DETROIT (WJBK) - A 13-year old boy is missing and police are releasing surveillance photos of the suspect they're looking for.
Police believe Deontae Mitchell was abducted at about 10:30 Tuesday night near a convenience store on Detroit's east side. An Amber Alert is in effect and we're told the suspect is armed and dangerous.
Investigators have just released surveillance video showing the abduction. The video shows the suspect grabbing Deontae Mitchell by the arm last night and forcing him into a black Chevrolet Impala ending with the video showing the vehicle driving away.
This happened near Nino's Market located at Warren and Buckingham. We also have video and photos showing the suspect released earlier on Wednesday.
Detroit police showed who investigators believe may have taken the teenager.
Police say Mitchell and a cousin who is also around his age saw the suspect urinating in public. According to witnesses the man left but some money was dropped on the ground.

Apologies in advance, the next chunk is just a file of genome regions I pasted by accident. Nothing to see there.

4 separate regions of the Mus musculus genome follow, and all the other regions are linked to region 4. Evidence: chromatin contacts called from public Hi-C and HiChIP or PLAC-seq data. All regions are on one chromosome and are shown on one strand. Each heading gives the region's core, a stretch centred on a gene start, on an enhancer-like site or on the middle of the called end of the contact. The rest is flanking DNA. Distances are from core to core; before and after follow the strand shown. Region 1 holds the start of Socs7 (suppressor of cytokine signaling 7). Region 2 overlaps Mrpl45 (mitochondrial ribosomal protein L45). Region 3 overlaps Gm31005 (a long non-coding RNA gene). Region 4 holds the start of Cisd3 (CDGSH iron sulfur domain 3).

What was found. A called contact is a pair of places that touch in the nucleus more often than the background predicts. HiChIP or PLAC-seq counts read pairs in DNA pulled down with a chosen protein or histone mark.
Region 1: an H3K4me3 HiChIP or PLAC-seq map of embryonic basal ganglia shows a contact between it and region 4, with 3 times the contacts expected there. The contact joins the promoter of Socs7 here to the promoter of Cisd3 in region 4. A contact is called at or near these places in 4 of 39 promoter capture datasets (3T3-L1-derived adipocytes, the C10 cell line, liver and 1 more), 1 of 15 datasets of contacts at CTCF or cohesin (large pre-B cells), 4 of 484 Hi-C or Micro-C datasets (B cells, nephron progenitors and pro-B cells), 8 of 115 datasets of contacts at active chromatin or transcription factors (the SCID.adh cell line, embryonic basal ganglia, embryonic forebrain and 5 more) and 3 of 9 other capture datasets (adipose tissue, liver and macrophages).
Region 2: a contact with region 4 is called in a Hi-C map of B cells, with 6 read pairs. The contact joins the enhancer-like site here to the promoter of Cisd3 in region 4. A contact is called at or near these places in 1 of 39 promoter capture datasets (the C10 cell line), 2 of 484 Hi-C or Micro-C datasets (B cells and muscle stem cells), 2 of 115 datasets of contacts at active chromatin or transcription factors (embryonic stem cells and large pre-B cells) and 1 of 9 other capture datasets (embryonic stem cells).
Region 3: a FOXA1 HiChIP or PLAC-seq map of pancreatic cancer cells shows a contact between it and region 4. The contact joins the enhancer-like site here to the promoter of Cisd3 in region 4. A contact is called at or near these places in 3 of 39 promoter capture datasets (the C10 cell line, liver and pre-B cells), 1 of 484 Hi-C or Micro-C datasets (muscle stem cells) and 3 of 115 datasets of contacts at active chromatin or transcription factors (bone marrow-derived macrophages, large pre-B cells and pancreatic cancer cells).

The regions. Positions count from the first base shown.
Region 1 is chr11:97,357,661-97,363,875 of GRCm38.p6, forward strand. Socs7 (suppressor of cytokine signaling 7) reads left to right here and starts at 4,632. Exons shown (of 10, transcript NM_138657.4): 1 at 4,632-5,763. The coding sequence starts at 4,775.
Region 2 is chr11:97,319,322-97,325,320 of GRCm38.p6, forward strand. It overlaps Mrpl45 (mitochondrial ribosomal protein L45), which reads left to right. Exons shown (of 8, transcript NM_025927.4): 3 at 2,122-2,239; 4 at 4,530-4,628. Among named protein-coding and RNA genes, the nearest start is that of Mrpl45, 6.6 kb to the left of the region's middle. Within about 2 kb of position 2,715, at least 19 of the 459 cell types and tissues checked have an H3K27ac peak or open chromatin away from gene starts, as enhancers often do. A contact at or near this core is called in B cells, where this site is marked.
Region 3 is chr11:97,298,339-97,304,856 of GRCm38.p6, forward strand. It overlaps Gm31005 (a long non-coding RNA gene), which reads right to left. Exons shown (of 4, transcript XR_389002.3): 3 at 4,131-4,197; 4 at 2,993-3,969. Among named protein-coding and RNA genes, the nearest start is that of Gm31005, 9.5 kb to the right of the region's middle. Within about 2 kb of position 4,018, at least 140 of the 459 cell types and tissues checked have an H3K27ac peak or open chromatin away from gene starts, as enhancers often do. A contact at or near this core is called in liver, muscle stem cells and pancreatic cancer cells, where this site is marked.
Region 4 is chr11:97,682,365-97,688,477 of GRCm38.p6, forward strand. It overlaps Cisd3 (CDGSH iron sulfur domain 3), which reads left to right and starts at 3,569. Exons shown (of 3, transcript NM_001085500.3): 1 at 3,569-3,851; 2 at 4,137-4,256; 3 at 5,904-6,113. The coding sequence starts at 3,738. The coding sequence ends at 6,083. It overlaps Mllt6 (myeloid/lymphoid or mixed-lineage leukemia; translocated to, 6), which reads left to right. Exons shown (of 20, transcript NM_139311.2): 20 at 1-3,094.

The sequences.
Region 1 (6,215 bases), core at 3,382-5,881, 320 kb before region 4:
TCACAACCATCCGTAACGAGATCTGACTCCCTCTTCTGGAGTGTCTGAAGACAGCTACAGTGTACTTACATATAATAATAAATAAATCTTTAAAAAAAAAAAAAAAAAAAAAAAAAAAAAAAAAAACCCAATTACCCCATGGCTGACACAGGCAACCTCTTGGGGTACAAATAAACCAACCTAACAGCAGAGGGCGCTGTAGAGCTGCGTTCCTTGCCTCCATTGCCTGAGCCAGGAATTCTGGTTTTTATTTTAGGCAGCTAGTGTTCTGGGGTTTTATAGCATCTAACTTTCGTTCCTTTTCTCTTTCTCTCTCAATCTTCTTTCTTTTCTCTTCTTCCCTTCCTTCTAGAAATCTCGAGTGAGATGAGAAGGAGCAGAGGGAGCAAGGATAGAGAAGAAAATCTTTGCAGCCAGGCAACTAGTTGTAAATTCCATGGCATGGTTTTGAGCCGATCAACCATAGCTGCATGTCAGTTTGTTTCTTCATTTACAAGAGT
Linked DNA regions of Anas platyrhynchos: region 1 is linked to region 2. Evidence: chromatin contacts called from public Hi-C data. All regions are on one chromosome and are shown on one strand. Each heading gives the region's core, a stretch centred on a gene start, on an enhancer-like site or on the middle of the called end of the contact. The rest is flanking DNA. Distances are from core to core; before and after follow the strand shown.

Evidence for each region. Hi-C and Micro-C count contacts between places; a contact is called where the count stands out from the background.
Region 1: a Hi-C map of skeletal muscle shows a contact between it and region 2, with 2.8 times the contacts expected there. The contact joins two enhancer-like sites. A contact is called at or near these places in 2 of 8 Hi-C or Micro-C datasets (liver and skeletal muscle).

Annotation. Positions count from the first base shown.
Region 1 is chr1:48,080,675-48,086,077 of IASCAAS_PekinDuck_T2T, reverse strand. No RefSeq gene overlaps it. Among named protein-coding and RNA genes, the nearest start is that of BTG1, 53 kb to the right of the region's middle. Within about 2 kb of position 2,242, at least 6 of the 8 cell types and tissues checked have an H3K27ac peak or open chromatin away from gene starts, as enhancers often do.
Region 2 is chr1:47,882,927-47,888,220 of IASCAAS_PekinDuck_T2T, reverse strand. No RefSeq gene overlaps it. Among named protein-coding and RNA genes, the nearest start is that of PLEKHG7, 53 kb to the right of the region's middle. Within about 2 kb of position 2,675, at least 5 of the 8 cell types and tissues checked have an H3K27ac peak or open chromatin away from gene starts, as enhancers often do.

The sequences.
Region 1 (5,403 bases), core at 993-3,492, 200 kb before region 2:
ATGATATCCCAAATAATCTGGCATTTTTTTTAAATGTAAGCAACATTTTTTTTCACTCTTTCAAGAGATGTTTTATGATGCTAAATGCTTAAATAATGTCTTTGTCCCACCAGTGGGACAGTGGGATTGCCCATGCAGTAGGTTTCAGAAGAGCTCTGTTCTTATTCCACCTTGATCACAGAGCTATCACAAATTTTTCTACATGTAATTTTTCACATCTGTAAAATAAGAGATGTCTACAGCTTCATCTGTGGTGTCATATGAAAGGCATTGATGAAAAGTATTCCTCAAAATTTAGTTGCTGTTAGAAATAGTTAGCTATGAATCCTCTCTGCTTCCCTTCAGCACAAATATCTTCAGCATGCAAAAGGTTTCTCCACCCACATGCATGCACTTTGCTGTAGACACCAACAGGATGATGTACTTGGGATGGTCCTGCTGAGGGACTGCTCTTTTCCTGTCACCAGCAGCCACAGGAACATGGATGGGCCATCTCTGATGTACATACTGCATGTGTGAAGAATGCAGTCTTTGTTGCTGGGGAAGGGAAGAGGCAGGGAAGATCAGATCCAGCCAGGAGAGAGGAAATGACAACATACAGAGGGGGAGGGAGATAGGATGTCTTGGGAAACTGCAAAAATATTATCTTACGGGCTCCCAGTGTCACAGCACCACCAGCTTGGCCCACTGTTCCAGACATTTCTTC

Mitchell and his cousin picked up the loose cash and when the man returned, Mitchell refused to give back the money. Witnesses tell police the man chased down and abducted Mitchell.
Police say the suspect was last seen driving a 2002 Chevy Impala with a loud muffler. Police say the suspect is armed and dangerous and he may be carrying a .22 caliber pistol.
Mitchell's mother and grandmother both pleaded for his safe return at a press conference Wednesday.
"Could you help me find my son please," said his mother. "Whoever knows anything, just help me find my son."
"I hope everybody out there watching this, if you know anything please contact the police," said Mitchell's grandmother. "I want my grandson home. I miss you and I love you. God be with you."
The suspect is a black man with a dark complexion wearing dark clothing and a baseball cap. He may have a scar on the side of his face.
The family says they do not recognize the man and are not sure if he is from the area.
If you have any information contact Detroit police at (313) 596-5521 or Crime Stoppers at 1-800-SPEAK-UP.